JM: How many hours a day do you work? Are you uniformly productive on any given day or more productive on some days than others?
BA: On a full day I work approximately six to eight hours, and take a fifteen minute to half-an-hour break between each three-hour session. I am seldom uniformly productive day to day, simply because I have many distractions during my week, but I do work quickly and to maximum output during the time I’m actually working. Reference gathering, designing elements and characters and the need to eat, drink, sleep and use the facilities all conspire against me drawing all the time!
JM: Was it a struggle, at the start of your career, to find work and make ends meet?
BA: In the early 70s I was unable to get work by sending sample pages from California to Marvel and DC in New York City, but I did get work immediately when I actually went to New York and walked into their editorial offices. This was in the summer and fall of 1976. I quickly learned, however, that I couldn’t draw fast enough or (in my opinion) well enough to make a living, so, after six months in New York, I went back to California to further develop my drawing skills.
JM: What has been your most valuable professional experience?
BA: Listening to established professionals when they talk about what it means to be professional. It’s been said there are three attributes one must have in order to get work regularly and make a professional living in the comics industry: be a nice person, draw really well, and get the work in on deadline. If you possess any two of these, you will make it.
JM: What inspires or informs you creatively?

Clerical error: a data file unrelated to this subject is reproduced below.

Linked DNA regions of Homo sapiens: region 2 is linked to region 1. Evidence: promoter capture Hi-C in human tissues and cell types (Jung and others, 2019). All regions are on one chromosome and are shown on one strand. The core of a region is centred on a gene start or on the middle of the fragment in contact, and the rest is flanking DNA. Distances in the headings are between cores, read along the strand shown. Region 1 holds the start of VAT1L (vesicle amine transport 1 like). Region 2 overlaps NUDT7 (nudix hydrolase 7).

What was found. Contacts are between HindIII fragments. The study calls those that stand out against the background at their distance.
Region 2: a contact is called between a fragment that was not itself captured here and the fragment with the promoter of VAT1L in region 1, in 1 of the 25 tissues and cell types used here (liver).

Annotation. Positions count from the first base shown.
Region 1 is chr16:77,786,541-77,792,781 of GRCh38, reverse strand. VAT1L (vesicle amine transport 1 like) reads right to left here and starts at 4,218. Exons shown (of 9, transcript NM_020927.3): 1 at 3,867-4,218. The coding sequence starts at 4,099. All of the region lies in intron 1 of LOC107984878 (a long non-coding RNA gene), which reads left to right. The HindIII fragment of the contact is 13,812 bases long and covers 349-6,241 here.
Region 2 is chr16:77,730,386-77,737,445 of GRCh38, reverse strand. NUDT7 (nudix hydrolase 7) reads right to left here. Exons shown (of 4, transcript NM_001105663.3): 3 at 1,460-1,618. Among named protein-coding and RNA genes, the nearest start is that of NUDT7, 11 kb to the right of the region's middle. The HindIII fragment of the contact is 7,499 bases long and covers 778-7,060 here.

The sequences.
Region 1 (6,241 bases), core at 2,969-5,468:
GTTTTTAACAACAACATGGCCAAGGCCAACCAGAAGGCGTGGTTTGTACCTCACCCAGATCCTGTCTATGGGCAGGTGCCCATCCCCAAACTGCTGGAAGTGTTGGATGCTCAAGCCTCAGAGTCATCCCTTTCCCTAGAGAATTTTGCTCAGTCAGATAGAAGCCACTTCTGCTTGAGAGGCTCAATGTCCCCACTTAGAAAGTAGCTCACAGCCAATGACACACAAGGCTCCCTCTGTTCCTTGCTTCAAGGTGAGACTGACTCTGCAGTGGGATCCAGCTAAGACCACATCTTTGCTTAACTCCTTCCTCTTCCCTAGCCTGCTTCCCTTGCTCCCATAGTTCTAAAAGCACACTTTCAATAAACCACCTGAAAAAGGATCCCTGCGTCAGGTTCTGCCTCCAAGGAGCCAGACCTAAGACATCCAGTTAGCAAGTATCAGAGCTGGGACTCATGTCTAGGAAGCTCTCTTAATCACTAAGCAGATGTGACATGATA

BA: Everything. I’m very observant and don’t miss much about what’s going on around me. I’m inspired by people’s behavior, news stories, prose fiction, films, movies, TV shows, comics, science and science fiction. I’m always asking “What if…?”
JM: What is your position on digital comics? Are they a good thing or a bad thing?
BA: I’ve been producing comics digitally for print for about three years now, which has made me more productive, but the jury is still out on whether readers are going to accept reading comics on an iPad or Kindle or other digital reader machines. Paper comics and graphic novels will never be entirely replaced by the digital medium, simply because there’s too much high-tech infrastructure necessary to access the material. A printed comic in your hands will always be the nominal reading format for comics, I believe. I could be proven wrong, but no matter what medium format readers choose, I hope comics will never lose their appeal.
JM: If you were to make any changes to the industry or the market what changes would you make?
BA: I’m not enough of a business-type or marketer to answer your question. I’m an artist. I could BS you with a bunch of personal opinion, which I may well have done thirty years ago when I was a callow youth and thought I knew everything; but now, I don’t have a clue what changes in the market should or should not occur to the comics industry. I see possibilities in digital comic storytelling and using the internet to distribute comics more widely than they’ve ever been distributed before, but beyond that, I don’t know. I just hope people in the future will still enjoy reading them enough to pay me for producing them!
JM: If you could apprentice under any artist at any time in history and anywhere in the world who would it be?
BA: Mort Drucker. Of all the artists during my formative years, Mort was the most inspirational to me. Through his caricatures of people, he really seemed to have an unerring ability to see what makes people tick; their feelings, their emotions, their body language, their expressiveness, everything I try to capture in my comics characters. It was through copying a front view caricature of Leonard Nimoy as Spock in the Mad Magazine parody of Star Trek, “Star Blecch,” that I realized I could actually draw something that looked, and FELT, like something. I would have loved to have apprenticed under Mort.
JM: What, in the future, would you like to accomplish creatively?
BA: All the ideas and projects I have in my file drawers at present! This is not possible, of course, unless I manage to live until I’m two hundred twenty-six years old, but I would like to finish as many of them as I can before, well, you know…